After continuous frustration with what seems like a system that was built to fail, Apple developer Jeff Johnson wants developers to band together and get Apple to notice Feedback's failures.
Anyone who pays attention to the developer community will likely have noticed a slow increase in complaints about Apple's bug-reporting system. Feedback Assistant is pitched as a way to communicate directly with Apple engineers, but developers feel they've sent a report to a wall instead.
According to a blog post from developer Jeff Johnson, creator of apps like Stop The Madness, he intends to stop filing reports with Feedback Assistant altogether. The boycott would be carried out with three simple steps.
- File a new Feedback about Feedback Assistant (in Developer Tools & Resources) that lists the issues below and states that you're boycotting Feedback Assistant until the issues are addressed.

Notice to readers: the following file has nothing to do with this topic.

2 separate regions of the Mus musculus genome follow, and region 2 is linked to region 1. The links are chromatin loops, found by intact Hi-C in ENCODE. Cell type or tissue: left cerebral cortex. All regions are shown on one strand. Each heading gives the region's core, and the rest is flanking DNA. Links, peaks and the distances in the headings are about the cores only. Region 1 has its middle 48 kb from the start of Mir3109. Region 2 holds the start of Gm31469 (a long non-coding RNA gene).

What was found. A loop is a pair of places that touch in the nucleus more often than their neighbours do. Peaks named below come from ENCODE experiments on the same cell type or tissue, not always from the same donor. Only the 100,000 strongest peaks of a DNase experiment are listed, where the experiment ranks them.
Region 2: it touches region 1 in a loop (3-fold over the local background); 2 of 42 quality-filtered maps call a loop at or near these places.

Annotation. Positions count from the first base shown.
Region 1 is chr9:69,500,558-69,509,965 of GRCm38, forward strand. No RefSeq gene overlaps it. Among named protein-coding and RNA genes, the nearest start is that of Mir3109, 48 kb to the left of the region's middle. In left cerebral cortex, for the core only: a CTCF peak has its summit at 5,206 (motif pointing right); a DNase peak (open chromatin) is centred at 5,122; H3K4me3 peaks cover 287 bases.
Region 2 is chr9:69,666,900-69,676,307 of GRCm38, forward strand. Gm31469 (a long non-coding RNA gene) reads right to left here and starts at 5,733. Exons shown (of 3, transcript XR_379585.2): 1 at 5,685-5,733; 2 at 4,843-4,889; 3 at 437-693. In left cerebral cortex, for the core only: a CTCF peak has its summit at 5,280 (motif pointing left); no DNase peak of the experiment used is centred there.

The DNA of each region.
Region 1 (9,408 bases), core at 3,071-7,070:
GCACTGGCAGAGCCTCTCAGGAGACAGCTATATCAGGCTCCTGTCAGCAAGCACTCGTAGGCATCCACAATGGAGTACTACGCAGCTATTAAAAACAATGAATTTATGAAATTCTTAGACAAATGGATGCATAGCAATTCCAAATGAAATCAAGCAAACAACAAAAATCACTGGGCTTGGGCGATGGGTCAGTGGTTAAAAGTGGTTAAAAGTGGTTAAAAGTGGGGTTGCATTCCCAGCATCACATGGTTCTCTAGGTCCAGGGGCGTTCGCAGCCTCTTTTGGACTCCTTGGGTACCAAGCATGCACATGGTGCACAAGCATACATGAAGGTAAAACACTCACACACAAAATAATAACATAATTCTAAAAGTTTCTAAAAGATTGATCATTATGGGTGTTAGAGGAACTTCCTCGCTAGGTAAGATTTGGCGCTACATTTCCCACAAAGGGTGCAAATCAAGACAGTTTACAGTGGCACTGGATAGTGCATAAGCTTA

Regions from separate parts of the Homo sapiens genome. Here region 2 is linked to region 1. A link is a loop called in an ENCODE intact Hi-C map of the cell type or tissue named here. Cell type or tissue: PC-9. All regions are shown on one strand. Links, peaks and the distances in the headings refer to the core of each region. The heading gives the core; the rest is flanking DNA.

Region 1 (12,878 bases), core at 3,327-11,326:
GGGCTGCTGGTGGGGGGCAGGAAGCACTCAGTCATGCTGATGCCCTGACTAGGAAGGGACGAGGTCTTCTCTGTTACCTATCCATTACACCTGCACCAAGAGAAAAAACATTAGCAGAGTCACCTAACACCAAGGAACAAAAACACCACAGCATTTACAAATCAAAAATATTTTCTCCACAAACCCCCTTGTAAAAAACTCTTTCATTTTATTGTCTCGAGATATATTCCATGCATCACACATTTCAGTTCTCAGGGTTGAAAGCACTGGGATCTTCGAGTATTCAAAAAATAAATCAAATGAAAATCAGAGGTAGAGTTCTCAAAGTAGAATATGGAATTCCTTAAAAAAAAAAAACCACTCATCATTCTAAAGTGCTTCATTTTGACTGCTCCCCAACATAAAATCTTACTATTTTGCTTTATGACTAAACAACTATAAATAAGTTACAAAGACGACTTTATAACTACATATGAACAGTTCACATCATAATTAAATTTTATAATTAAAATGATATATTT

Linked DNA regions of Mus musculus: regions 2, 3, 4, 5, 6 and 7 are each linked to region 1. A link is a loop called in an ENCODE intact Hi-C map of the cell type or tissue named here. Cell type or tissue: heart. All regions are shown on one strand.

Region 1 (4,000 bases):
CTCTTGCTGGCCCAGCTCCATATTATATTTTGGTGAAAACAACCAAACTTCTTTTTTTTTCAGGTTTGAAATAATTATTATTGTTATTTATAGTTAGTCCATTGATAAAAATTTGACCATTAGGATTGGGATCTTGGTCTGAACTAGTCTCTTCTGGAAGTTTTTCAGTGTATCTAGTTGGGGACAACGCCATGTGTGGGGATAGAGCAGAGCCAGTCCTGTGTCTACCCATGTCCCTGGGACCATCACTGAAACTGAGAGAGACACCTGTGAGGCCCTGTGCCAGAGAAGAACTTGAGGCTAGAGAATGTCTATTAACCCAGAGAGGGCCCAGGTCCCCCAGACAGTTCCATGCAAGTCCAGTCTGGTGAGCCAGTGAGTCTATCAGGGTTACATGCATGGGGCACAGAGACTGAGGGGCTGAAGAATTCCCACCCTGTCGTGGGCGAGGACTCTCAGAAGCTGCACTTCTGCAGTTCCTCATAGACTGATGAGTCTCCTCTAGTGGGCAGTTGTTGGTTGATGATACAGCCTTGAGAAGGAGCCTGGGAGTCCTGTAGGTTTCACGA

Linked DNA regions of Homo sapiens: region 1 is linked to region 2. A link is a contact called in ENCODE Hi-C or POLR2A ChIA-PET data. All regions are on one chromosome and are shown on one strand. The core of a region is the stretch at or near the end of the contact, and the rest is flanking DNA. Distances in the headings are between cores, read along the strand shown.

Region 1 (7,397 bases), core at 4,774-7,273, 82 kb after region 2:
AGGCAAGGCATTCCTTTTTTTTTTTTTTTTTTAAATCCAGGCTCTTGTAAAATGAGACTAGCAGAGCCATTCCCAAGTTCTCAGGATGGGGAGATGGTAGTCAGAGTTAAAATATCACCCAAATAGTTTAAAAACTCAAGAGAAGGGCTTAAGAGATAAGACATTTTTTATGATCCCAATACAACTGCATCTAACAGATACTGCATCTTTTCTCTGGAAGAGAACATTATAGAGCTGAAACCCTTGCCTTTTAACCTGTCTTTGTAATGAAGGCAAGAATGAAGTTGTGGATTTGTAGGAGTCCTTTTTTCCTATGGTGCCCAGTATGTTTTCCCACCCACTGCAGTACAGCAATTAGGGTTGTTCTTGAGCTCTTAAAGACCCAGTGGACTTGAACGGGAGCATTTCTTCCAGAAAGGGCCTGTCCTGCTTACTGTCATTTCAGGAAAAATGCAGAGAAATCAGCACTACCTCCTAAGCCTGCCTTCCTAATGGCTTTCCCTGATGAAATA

- Don't file any other new Feedbacks unless and until Apple addresses the issues.
- If Apple requests a response to a previously filed Feedback, respond only by saying that you're boycotting Feedback Assistant, and refer to your Feedback number from step 1.
Johnson hopes developers can make each Feedback as unique as possible to force Apple to address the boycott. If a flood of Feedbacks rush in about Feedback Assistant itself, Apple would supposedly be forced to respond.
The thinking behind this boycott also suggests Apple gets free labor from developers for finding bugs. While developers can find workarounds for a bug, Apple benefits most from users bug hunting for them.
Johnson lists several reasons why Apple's Feedback Assistant is a broken and hostile piece of software. Bug reports often go without any comment for months or years, Feebacks are closed unceremoniously without comment to the developer, and Apple demands invasive sysdiagnose reports, often without reason.
The boycott isn't meant to be a complaint directed toward individual Apple employees and engineers. In fact, that community would benefit from an improved Feedback Assistant system.
Apple employees have previously been vocal on social media or in interviews, suggesting the system would be difficult to improve due to the incredible number of reports filed every day. Johnson believes Apple is in control of its own priorities and should hire more personnel if that's the issue.